Angkor Wat

Angkor Wat

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Angkor Wat is an enormous 12th century temple complex in Cambodia and the best preserved of its kind.

Incredibly grand and ornately decorated, Angkor Wat’s sand-coloured buildings rise up to form five towers, representing the home of the Hindu deities. Friezes and sculptures are found throughout, depicting both day-to-day life from the time it was built and religious events.

Whilst the complex in Angkor is believed to have been founded circa 980 AD by Yasovarman I, king of the Khmer Dynasty, Angkor Wat itself is thought to date back to the twelfth century.

It was the Khmer king Suryavarman II who built Angkor Wat between 1113 and 1150. He dedicated it to the Hindu deity Vishnu and there are images of Suryavarman as Vishnu throughout Angkor Wat in the form of sculptures. It is also thought that Angkor Wat was the site of Suryavarman’s tomb.

Invaded by Thai raiders in 1431, Angkor and its temple then laid undiscovered until the 19th century.

Today Angkor Wat is one of Cambodia’s most popular tourist sites. There is an incredible amount to see and it’s a good (although relatively expensive) idea to get a licensed tour guide.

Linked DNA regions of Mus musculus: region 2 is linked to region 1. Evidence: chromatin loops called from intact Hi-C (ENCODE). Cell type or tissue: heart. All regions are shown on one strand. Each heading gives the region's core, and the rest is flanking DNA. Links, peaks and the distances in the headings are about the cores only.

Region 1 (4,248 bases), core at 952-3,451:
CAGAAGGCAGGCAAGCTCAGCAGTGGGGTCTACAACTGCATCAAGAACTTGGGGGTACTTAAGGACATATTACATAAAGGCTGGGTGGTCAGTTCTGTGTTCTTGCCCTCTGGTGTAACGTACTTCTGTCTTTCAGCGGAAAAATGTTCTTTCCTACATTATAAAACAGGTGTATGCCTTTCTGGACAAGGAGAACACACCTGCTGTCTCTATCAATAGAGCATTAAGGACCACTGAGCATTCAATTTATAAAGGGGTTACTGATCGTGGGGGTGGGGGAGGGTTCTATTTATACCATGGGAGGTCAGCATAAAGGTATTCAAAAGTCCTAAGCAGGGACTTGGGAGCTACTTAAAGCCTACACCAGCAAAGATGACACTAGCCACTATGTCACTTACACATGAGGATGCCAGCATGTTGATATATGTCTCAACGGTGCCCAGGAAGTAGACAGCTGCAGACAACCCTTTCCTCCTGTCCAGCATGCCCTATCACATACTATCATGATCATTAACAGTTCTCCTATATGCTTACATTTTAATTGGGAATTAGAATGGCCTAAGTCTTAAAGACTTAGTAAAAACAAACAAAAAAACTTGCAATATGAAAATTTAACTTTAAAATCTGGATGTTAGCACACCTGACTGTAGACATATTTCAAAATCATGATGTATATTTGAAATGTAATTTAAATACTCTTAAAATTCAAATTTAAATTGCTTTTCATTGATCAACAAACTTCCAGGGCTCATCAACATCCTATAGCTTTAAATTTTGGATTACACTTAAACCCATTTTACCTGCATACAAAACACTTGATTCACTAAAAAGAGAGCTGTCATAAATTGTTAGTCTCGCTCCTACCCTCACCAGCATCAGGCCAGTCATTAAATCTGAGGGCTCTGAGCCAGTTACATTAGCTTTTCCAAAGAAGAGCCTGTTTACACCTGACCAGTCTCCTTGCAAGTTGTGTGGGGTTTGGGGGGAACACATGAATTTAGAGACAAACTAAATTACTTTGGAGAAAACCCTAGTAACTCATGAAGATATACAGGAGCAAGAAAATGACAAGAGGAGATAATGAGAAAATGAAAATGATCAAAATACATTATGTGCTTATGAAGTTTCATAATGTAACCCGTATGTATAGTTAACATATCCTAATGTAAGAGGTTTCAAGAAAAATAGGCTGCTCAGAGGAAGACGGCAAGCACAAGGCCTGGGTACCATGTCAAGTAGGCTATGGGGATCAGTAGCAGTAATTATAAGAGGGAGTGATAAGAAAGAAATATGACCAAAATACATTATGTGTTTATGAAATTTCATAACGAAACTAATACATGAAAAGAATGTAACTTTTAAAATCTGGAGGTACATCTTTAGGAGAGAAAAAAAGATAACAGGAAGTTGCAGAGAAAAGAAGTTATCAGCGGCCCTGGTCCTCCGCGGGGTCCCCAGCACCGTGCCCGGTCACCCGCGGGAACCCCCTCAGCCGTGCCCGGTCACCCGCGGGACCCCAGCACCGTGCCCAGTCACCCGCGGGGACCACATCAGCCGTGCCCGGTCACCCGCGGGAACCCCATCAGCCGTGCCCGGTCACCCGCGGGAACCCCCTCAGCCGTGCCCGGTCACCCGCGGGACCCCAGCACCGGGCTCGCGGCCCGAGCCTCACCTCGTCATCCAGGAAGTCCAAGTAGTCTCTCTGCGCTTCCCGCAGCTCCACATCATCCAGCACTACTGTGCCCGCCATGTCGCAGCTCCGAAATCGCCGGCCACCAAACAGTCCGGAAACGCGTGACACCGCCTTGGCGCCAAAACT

Angkor Wat has been a UNESCO World Heritage site since 1992.

Khmer Empire

The Khmer Empire (Khmer: ចក្រភពខ្មែរ ), or the Angkorian Empire (Khmer: ចក្រភពអង្គរ ), are the terms that historians use to refer to Cambodia from the 9th century to the 15th century when the nation was a Hindu/Buddhist empire in Southeast Asia. The empire referred to itself as Kambuja (Sanskrit: कम्बोज Old Khmer: កម្វុជ Khmer: កម្ពុជ ) or Kambujadeśa (Sanskrit: कम्बुजदेश Old Khmer: កម្វុជទេឝ Khmer: កម្ពុជទេស ) which were ancient terms for Cambodia. The empire grew out of the former civilizations of Funan and Chenla, at times ruled over and/or vassalised most of mainland Southeast Asia [3] and parts of Southern China, stretching from the tip of the Indochinese Peninsula northward to modern Yunnan province, China, and from Vietnam westward to Myanmar. [4] [5]

Perhaps its most notable legacy is the site of Angkor, in present-day Cambodia, the Khmer capital during the empire's zenith. The majestic monuments of Angkor, such as Angkor Wat and Bayon, bear testimony to the Khmer Empire's immense power and wealth, impressive art and culture, architectural technique, aesthetics achievements, and the variety of belief systems that it patronised over time. Satellite imaging has revealed that Angkor, during its peak in the 11th to 13th centuries, was the largest pre-industrial urban centre in the world. [6]

The beginning of the era of the Khmer Empire is conventionally dated to 802 when King Jayavarman II declared himself chakravartin ("universal ruler", title equivalent to "emperor") on Phnom Kulen. The empire ended with the fall of Angkor in the 15th century.